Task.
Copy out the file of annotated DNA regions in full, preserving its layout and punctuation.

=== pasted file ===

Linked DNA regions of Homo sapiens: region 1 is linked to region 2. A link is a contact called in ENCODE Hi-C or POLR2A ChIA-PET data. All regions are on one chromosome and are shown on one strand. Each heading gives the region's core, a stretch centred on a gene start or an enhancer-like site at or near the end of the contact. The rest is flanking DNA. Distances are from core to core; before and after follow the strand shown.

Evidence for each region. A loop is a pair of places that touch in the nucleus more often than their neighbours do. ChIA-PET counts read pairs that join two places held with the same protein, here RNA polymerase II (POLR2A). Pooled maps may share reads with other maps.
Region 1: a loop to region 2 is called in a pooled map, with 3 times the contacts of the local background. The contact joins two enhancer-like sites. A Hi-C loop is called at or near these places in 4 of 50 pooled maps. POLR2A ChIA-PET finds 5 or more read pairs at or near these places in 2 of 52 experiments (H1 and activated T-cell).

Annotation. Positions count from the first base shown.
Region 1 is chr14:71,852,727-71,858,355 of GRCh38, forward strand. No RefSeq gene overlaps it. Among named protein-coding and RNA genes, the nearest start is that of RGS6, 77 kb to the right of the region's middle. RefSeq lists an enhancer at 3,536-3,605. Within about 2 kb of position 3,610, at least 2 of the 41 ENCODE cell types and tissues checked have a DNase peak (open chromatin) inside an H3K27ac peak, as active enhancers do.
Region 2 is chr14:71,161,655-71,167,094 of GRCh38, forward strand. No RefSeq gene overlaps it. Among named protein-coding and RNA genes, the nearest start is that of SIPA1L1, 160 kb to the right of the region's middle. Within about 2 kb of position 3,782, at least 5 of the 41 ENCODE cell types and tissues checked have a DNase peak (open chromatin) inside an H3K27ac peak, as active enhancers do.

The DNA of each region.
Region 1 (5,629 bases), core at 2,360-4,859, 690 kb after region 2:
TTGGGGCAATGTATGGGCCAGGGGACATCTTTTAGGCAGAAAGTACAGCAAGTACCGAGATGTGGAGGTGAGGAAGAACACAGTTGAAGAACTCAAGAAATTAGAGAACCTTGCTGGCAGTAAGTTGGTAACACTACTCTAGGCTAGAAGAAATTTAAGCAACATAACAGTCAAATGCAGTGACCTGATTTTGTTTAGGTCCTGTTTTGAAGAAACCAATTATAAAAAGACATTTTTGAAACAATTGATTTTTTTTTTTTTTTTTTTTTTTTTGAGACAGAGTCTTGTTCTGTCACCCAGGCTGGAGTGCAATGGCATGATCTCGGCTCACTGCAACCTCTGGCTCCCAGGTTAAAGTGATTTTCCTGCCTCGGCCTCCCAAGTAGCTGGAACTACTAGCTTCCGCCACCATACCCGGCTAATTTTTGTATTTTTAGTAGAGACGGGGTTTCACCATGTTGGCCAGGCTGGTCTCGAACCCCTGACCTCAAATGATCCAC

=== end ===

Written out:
Linked DNA regions of Homo sapiens: region 1 is linked to region 2. A link is a contact called in ENCODE Hi-C or POLR2A ChIA-PET data. All regions are on one chromosome and are shown on one strand. Each heading gives the region's core, a stretch centred on a gene start or an enhancer-like site at or near the end of the contact. The rest is flanking DNA. Distances are from core to core; before and after follow the strand shown.

Evidence for each region. A loop is a pair of places that touch in the nucleus more often than their neighbours do. ChIA-PET counts read pairs that join two places held with the same protein, here RNA polymerase II (POLR2A). Pooled maps may share reads with other maps.
Region 1: a loop to region 2 is called in a pooled map, with 3 times the contacts of the local background. The contact joins two enhancer-like sites. A Hi-C loop is called at or near these places in 4 of 50 pooled maps. POLR2A ChIA-PET finds 5 or more read pairs at or near these places in 2 of 52 experiments (H1 and activated T-cell).

Annotation. Positions count from the first base shown.
Region 1 is chr14:71,852,727-71,858,355 of GRCh38, forward strand. No RefSeq gene overlaps it. Among named protein-coding and RNA genes, the nearest start is that of RGS6, 77 kb to the right of the region's middle. RefSeq lists an enhancer at 3,536-3,605. Within about 2 kb of position 3,610, at least 2 of the 41 ENCODE cell types and tissues checked have a DNase peak (open chromatin) inside an H3K27ac peak, as active enhancers do.
Region 2 is chr14:71,161,655-71,167,094 of GRCh38, forward strand. No RefSeq gene overlaps it. Among named protein-coding and RNA genes, the nearest start is that of SIPA1L1, 160 kb to the right of the region's middle. Within about 2 kb of position 3,782, at least 5 of the 41 ENCODE cell types and tissues checked have a DNase peak (open chromatin) inside an H3K27ac peak, as active enhancers do.

The DNA of each region.
Region 1 (5,629 bases), core at 2,360-4,859, 690 kb after region 2:
TTGGGGCAATGTATGGGCCAGGGGACATCTTTTAGGCAGAAAGTACAGCAAGTACCGAGATGTGGAGGTGAGGAAGAACACAGTTGAAGAACTCAAGAAATTAGAGAACCTTGCTGGCAGTAAGTTGGTAACACTACTCTAGGCTAGAAGAAATTTAAGCAACATAACAGTCAAATGCAGTGACCTGATTTTGTTTAGGTCCTGTTTTGAAGAAACCAATTATAAAAAGACATTTTTGAAACAATTGATTTTTTTTTTTTTTTTTTTTTTTTTGAGACAGAGTCTTGTTCTGTCACCCAGGCTGGAGTGCAATGGCATGATCTCGGCTCACTGCAACCTCTGGCTCCCAGGTTAAAGTGATTTTCCTGCCTCGGCCTCCCAAGTAGCTGGAACTACTAGCTTCCGCCACCATACCCGGCTAATTTTTGTATTTTTAGTAGAGACGGGGTTTCACCATGTTGGCCAGGCTGGTCTCGAACCCCTGACCTCAAATGATCCAC